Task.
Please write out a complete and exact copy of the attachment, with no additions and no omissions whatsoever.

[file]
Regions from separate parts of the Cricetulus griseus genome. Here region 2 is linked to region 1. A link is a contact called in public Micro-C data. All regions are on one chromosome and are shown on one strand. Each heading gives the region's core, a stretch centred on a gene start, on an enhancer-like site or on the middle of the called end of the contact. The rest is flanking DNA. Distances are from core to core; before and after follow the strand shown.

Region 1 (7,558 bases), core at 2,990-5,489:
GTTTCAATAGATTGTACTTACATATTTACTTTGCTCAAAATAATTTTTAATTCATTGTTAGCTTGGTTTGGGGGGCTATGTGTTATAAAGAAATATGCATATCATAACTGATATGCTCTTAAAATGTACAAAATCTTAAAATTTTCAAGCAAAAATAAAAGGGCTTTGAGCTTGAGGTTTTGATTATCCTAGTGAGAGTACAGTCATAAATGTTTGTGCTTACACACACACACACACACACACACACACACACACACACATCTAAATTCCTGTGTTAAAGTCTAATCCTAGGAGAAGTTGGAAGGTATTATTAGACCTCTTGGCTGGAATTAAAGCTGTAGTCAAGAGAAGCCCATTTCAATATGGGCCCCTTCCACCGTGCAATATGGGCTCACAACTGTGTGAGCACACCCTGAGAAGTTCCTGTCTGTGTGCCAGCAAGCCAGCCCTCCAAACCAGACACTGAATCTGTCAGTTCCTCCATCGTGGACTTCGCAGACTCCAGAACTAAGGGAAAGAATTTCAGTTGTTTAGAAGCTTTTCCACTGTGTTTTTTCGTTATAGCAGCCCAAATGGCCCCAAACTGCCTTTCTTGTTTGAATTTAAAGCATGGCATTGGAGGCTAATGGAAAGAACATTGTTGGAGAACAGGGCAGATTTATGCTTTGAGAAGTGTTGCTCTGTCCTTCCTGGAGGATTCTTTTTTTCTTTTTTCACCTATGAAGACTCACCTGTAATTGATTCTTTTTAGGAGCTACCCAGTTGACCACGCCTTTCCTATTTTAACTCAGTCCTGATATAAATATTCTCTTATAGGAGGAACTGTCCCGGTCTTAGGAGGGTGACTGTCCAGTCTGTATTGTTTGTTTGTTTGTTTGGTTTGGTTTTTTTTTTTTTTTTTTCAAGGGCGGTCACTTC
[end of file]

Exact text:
Regions from separate parts of the Cricetulus griseus genome. Here region 2 is linked to region 1. A link is a contact called in public Micro-C data. All regions are on one chromosome and are shown on one strand. Each heading gives the region's core, a stretch centred on a gene start, on an enhancer-like site or on the middle of the called end of the contact. The rest is flanking DNA. Distances are from core to core; before and after follow the strand shown.

Region 1 (7,558 bases), core at 2,990-5,489:
GTTTCAATAGATTGTACTTACATATTTACTTTGCTCAAAATAATTTTTAATTCATTGTTAGCTTGGTTTGGGGGGCTATGTGTTATAAAGAAATATGCATATCATAACTGATATGCTCTTAAAATGTACAAAATCTTAAAATTTTCAAGCAAAAATAAAAGGGCTTTGAGCTTGAGGTTTTGATTATCCTAGTGAGAGTACAGTCATAAATGTTTGTGCTTACACACACACACACACACACACACACACACACACACACATCTAAATTCCTGTGTTAAAGTCTAATCCTAGGAGAAGTTGGAAGGTATTATTAGACCTCTTGGCTGGAATTAAAGCTGTAGTCAAGAGAAGCCCATTTCAATATGGGCCCCTTCCACCGTGCAATATGGGCTCACAACTGTGTGAGCACACCCTGAGAAGTTCCTGTCTGTGTGCCAGCAAGCCAGCCCTCCAAACCAGACACTGAATCTGTCAGTTCCTCCATCGTGGACTTCGCAGACTCCAGAACTAAGGGAAAGAATTTCAGTTGTTTAGAAGCTTTTCCACTGTGTTTTTTCGTTATAGCAGCCCAAATGGCCCCAAACTGCCTTTCTTGTTTGAATTTAAAGCATGGCATTGGAGGCTAATGGAAAGAACATTGTTGGAGAACAGGGCAGATTTATGCTTTGAGAAGTGTTGCTCTGTCCTTCCTGGAGGATTCTTTTTTTCTTTTTTCACCTATGAAGACTCACCTGTAATTGATTCTTTTTAGGAGCTACCCAGTTGACCACGCCTTTCCTATTTTAACTCAGTCCTGATATAAATATTCTCTTATAGGAGGAACTGTCCCGGTCTTAGGAGGGTGACTGTCCAGTCTGTATTGTTTGTTTGTTTGTTTGGTTTGGTTTTTTTTTTTTTTTTTTCAAGGGCGGTCACTTC